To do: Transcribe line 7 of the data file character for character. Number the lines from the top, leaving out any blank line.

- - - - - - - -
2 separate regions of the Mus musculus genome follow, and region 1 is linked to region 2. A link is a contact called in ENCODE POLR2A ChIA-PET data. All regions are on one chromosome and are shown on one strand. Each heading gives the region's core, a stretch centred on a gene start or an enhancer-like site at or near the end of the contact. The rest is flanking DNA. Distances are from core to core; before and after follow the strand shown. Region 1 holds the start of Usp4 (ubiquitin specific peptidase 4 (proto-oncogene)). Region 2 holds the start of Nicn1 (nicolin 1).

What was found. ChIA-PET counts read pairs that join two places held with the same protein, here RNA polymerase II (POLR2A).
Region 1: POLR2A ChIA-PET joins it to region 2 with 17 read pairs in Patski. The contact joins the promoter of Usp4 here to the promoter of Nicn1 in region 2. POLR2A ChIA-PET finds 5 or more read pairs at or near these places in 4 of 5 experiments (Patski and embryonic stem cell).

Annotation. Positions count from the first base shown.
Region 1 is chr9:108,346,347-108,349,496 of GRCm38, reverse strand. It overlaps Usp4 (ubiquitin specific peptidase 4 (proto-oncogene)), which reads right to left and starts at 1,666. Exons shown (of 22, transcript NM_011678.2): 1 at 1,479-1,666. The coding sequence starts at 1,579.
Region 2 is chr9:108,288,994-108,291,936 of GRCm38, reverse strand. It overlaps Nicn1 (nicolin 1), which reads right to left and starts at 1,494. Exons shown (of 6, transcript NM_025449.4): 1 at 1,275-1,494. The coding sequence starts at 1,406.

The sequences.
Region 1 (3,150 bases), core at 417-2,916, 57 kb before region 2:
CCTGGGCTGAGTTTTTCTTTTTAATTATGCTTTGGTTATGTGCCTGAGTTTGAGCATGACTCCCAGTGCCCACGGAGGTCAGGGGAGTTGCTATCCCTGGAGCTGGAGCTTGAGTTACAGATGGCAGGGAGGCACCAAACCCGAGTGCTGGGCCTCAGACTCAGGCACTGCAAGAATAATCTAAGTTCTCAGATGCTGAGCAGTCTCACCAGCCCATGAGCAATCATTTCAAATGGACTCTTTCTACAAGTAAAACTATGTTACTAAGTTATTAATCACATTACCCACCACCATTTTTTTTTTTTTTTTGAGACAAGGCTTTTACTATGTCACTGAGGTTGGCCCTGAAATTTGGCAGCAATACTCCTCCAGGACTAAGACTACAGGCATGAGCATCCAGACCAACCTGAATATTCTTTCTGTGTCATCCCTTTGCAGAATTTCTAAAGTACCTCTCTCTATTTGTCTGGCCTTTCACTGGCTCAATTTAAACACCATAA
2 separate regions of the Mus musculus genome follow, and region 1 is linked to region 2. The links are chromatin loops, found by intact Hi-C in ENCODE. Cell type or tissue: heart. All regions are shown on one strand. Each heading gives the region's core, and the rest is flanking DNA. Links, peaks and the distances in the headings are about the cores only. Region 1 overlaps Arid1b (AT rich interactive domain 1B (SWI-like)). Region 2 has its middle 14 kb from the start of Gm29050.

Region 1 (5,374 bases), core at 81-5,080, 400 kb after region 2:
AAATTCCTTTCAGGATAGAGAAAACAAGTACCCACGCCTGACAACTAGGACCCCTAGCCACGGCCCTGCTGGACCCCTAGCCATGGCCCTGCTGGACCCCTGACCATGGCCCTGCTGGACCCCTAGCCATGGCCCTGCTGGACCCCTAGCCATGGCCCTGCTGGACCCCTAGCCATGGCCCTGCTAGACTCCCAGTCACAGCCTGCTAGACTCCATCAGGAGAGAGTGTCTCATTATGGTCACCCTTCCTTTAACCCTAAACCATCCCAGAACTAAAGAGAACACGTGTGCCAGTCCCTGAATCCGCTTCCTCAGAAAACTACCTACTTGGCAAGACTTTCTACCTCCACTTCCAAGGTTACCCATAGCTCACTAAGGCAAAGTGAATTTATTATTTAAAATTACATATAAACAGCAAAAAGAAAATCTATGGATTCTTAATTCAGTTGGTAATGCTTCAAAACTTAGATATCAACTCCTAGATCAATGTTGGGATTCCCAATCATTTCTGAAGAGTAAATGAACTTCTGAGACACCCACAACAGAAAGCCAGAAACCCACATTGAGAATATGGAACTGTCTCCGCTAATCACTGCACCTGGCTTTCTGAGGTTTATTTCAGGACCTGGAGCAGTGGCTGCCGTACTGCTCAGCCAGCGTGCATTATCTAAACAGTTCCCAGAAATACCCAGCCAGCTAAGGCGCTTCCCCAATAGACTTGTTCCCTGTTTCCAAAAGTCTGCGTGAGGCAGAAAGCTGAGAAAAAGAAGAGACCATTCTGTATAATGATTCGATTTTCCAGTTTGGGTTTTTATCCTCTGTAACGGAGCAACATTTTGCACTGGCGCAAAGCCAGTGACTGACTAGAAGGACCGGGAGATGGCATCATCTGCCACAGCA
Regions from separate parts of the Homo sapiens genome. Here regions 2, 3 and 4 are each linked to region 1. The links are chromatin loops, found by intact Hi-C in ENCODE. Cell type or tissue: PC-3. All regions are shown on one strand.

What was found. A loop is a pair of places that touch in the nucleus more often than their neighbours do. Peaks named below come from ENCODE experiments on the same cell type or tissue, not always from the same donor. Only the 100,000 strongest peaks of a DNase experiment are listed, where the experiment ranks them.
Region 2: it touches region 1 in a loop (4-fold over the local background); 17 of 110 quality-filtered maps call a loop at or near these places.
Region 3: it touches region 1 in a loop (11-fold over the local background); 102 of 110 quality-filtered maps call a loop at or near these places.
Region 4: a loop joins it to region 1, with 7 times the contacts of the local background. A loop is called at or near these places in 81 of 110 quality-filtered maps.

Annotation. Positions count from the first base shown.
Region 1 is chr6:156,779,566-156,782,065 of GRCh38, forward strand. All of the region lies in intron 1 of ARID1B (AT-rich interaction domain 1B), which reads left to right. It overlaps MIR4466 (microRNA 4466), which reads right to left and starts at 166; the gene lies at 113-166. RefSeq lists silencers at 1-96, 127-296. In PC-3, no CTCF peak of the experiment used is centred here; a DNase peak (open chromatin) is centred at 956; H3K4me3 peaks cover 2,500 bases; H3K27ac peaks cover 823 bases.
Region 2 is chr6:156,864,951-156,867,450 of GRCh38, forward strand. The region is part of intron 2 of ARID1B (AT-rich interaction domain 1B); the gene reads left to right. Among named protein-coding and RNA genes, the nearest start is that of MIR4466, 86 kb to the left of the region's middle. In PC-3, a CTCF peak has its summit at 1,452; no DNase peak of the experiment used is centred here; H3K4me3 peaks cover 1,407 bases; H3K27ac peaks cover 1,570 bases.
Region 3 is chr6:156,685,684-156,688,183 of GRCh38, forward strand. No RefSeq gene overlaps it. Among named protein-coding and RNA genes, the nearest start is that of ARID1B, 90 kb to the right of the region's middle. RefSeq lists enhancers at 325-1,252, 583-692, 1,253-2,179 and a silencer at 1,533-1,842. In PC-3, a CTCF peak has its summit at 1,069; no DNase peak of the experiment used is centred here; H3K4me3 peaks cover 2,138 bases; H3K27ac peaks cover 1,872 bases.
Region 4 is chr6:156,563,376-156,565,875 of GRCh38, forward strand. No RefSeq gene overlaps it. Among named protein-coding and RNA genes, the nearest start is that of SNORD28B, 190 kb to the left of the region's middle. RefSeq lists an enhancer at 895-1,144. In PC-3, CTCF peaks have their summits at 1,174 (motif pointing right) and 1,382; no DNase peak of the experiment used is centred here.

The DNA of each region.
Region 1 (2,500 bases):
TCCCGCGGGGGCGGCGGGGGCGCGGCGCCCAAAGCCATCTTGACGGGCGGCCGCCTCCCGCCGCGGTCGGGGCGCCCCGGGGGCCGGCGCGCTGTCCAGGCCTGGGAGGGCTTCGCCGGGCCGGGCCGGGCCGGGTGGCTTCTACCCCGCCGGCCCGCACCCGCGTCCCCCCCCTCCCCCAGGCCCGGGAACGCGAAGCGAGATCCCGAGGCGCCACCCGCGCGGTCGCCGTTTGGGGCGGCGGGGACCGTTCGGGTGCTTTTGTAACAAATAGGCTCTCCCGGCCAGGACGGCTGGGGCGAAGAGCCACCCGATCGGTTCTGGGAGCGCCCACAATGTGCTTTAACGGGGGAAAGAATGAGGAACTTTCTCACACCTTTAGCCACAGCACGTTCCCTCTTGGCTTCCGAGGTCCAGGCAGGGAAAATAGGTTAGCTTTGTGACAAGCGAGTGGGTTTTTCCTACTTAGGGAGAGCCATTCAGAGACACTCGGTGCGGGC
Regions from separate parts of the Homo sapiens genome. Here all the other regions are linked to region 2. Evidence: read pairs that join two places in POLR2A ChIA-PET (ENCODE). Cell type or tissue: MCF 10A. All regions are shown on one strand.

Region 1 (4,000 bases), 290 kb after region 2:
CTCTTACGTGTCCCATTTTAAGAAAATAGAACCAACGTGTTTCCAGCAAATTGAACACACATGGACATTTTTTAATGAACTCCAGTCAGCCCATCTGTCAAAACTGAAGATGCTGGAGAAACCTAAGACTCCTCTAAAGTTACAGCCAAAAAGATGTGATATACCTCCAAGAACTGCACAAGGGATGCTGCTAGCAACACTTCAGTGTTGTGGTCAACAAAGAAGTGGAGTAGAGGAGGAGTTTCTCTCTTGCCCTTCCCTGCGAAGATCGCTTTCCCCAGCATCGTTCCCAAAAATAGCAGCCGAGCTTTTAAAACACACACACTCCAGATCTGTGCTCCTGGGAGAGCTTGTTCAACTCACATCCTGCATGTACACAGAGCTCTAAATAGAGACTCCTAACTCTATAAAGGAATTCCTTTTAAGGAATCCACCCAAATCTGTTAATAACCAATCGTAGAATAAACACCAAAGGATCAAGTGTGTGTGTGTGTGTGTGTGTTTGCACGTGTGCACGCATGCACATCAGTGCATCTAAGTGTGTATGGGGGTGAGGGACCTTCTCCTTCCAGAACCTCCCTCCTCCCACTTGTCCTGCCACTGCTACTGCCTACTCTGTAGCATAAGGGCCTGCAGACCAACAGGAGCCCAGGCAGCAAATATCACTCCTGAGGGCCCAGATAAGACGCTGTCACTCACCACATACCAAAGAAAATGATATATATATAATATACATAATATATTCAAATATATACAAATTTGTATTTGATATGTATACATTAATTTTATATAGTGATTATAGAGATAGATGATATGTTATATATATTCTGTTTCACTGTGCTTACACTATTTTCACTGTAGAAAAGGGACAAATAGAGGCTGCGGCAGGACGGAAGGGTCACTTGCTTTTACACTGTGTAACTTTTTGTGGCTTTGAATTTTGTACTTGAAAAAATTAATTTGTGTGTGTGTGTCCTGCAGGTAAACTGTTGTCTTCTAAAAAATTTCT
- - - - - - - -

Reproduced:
The sequences.